Saturday, April 6, 2013

DIY Colored "Sand Art" Jars

I had originally found this idea online while searching for rainbow crafts to possibly do for Mia's Care Bears party. I decided it wasn't a good activity to try with a large group of kids in my small dining room, but it was a perfect spring break activity for my own two kiddos. These turned out really pretty, and you would never know that they aren't even made of actual sand, but rather, colored salt. The most notable benefit to using salt instead of sand is that it is way, way cheaper. The cost was the only thing that had prevented us from making colored sand art jars in the past. Making your own faux "colored sand" is not difficult to do at home, but it is kind of messy. I think the process was fun, and the end results are beautiful, so it is totally worth a small amount of spilled salt, in my opinion.

One thing I did learn is that craft is better suited to school age kids rather than preschoolers, especially if you are using somewhat large jars as we did. Mia, at age six, had more patience for this than her little brother did. That's really a no-brainer, but I was hopeful that Logan would be able to fill his jar. He only managed 3 layers before he started being kind of naughty and salt was flying all over the place, and I decided to cut him off. Then, I packaged up Logan's left over "colored sand" in baggies in case he decides to try again tomorrow. Mia, on the other hand, ended up with 6 layers. Maybe the rule of thumb is that kids can make one layer per year of age? Okay, I'm not sure that is true, but that is how it turned out at our house.

As usual, they had different ideas for how to do things. Logan produced 3 layers in 3 distinctly separate colors, and Mia made her six layers alternating just two colors: pink and purple. However, she didn't make the layers all look the same. She colored for different lengths of time to produce different intensities of pigmentation so there is a gradation of color from darker to lighter as she went. I don't know if this was intentional or if it was the product of getting tired with the process and trying to speed things along. Either way, she was pleased with her finished "sand art" jar.

{"Sand Art" Jars by Mia, Age 6 and Logan, Age 3}
  • colored chalk
  • paper
  • salt
  • glass containers with lids or corks
  • cookie sheets (optional)
  • Super Glue/hot glue (optional)

  1. Pour some salt onto the center of a piece of paper. We used black construction paper, which will later be re-used for chalk drawings, but any paper will work for this. Tip: To contain the mess, we first laid our papers on cookie sheets. I highly recommend using cookie sheets. The rim helps keep the salt from ending up all over the table and floor. (It's not perfect, but it helps quite a bit.)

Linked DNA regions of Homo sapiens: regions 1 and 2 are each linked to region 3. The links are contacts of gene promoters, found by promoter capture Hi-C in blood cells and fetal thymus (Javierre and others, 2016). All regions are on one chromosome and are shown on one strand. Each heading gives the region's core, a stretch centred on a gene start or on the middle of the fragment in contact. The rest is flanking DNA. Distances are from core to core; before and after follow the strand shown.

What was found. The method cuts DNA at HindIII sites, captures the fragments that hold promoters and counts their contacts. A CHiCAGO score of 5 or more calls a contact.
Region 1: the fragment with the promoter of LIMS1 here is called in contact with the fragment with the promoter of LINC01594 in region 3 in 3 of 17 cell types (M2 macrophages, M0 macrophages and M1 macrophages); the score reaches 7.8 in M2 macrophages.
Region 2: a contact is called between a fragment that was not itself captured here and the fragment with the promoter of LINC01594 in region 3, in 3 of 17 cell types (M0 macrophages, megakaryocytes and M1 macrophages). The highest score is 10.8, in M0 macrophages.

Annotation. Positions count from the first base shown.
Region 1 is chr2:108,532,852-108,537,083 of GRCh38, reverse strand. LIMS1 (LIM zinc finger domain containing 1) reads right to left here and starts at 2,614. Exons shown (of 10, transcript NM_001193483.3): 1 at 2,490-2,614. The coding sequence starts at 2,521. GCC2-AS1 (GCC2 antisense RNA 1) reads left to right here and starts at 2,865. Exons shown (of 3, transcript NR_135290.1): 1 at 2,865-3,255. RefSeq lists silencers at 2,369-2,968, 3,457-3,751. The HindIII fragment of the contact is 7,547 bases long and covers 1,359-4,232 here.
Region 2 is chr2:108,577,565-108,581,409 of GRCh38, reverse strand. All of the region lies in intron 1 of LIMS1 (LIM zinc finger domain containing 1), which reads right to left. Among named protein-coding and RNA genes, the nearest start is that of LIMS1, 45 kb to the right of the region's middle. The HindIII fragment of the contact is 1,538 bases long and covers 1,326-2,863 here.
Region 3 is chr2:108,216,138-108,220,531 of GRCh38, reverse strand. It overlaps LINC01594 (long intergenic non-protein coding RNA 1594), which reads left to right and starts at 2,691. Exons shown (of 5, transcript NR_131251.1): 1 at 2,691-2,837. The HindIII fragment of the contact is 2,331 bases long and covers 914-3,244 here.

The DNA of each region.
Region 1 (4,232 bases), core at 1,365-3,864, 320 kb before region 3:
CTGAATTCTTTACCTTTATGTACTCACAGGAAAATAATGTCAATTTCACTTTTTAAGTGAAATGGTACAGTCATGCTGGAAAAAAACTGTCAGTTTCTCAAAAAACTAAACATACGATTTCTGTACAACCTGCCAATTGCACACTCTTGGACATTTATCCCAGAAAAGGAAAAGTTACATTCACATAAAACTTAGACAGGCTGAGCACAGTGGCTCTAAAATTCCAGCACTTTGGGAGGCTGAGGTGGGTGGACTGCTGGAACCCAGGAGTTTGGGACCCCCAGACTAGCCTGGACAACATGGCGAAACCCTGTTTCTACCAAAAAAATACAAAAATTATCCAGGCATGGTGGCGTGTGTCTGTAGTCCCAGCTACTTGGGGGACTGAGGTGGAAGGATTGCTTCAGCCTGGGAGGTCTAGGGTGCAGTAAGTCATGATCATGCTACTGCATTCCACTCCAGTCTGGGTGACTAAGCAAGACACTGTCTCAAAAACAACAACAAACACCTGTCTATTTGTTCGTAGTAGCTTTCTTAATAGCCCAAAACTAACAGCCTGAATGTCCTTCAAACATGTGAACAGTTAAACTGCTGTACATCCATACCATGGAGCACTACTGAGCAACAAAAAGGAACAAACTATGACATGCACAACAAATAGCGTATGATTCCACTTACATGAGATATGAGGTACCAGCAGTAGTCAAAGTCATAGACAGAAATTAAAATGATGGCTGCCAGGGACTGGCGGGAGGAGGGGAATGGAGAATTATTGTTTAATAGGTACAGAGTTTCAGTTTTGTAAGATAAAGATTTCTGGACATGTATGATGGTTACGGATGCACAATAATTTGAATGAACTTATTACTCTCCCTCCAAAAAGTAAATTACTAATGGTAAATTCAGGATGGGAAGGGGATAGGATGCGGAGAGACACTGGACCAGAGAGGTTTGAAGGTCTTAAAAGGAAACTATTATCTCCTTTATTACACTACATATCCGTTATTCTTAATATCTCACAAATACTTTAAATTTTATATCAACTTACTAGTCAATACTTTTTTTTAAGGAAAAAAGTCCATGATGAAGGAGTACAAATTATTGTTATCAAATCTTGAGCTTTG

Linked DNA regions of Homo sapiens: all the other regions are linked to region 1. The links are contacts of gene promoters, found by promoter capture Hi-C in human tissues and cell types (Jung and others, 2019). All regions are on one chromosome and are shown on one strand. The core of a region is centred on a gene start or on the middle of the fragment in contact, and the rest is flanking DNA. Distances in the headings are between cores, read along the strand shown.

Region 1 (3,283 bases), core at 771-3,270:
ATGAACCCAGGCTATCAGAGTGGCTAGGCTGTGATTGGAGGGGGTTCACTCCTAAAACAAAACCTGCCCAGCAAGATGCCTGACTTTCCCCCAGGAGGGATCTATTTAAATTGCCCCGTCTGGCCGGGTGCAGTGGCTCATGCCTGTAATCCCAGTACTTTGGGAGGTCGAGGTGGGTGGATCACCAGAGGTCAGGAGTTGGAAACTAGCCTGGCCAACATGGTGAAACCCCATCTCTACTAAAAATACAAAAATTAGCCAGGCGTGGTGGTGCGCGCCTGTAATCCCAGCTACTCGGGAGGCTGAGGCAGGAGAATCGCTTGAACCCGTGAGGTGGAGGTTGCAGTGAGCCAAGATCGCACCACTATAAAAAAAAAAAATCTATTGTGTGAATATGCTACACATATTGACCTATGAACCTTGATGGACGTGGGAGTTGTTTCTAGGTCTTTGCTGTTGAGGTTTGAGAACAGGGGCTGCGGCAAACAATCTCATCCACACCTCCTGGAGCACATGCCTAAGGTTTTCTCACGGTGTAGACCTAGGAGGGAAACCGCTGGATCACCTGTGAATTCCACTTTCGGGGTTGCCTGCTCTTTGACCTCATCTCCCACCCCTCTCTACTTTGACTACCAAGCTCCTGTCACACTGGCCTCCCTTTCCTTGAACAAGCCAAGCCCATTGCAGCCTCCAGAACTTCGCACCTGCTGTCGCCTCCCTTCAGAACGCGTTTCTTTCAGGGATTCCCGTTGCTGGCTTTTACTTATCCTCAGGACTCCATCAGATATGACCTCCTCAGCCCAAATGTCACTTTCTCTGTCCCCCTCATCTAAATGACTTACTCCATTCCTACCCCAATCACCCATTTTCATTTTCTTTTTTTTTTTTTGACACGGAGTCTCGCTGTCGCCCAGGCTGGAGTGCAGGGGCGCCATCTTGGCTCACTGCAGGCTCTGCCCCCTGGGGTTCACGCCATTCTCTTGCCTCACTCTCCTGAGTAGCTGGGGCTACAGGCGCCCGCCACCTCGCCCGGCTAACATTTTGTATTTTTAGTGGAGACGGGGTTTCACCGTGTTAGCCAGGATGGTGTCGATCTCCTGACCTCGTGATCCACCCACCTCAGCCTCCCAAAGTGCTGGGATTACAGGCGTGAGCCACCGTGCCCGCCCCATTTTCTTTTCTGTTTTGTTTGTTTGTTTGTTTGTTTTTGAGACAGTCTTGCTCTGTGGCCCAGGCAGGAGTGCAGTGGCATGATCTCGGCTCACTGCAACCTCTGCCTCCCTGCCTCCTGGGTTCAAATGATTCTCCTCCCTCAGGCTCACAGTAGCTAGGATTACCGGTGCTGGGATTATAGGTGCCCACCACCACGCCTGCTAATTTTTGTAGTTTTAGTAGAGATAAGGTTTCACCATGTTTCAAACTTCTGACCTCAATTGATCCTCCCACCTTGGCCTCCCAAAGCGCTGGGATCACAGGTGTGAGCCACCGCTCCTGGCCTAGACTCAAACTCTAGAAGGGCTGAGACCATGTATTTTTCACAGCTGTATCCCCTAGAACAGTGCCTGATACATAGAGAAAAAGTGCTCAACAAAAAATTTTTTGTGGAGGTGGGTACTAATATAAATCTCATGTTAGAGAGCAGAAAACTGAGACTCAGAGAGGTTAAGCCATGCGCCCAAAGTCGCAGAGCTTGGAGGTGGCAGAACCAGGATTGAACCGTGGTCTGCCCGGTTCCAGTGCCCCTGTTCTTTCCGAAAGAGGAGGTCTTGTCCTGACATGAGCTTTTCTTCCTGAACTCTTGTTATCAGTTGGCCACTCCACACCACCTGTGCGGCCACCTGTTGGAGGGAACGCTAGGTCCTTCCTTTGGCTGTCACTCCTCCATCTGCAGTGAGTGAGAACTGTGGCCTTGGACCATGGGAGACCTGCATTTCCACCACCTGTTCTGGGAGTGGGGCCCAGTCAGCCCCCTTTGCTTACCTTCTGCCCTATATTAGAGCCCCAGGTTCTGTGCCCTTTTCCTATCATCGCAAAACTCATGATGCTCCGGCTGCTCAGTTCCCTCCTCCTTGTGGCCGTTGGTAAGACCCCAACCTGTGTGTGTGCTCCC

2. Rub colored chalk back and forth over the salt until it is the color you want. We used sidewalk chalk for this, but you could use the smaller chalk that is intended for use on chalk boards. Tip: Show younger kids how to color with the sides of the chalk to make this process go a bit faster. Tip: You may want to re-center the salt occasionally during the coloring process since it tends to spread outward. To do this, just slightly fold up the edges of the paper until the salt slides back to the center. Then, add more color as desired.
  3. Once the chalk is the color saturation you are looking for, carefully roll the paper into a funnel, and slowly pour the colored salt into your glass container. Older kids may be able to do this on their own, but adults should help little ones. Tip: We used these fun square glass bottles with cork stoppers that I found at the Salvation Army for 99 cents apiece. I had searched high and low for my old set of glass spice jars because I thought they would be perfect for this, but I have yet to come across them. You could also use baby food jars or small canning jars or any other glass container that has some sort of lid. Tip: If you want, you can turn and twist your container as you pour for different layered effects. Mia did this while I poured each layer.
  4. Turn the paper over for the next color, and repeat steps 1 through 3. Do this as many times as needed to fill your jar or bottle. Tip: While filling, make sure not to shake the container or you may end up with a muddy brown mixture instead of vibrant rainbow colors.
  5. Once your container is filled, place your lid on top and make sure that it is secure. Tip: Since we were using corks, I added a small ring of Super Glue to them before inserting them. You could also add Super Glue even if your container has a screw-on lid if it gives you peace of mind. Hot glue would work as an alternative if you do not have Super Glue.
  6. Find a nice place to display your colored "sand art" jars. Ours look lovely on the sunny kitchen windowsill.
{Demonstrating the "proper technique"...}
{And here's Little Man's method. I love how her look seems to say, "You are sooo doing that the wrong way! He did switch after seeing a demonstration of "proper technique."}

1 comment:

  1. So glad you joined me for the Monday Kid Corner party and linky!!! If you haven’t linked up today, we’re live at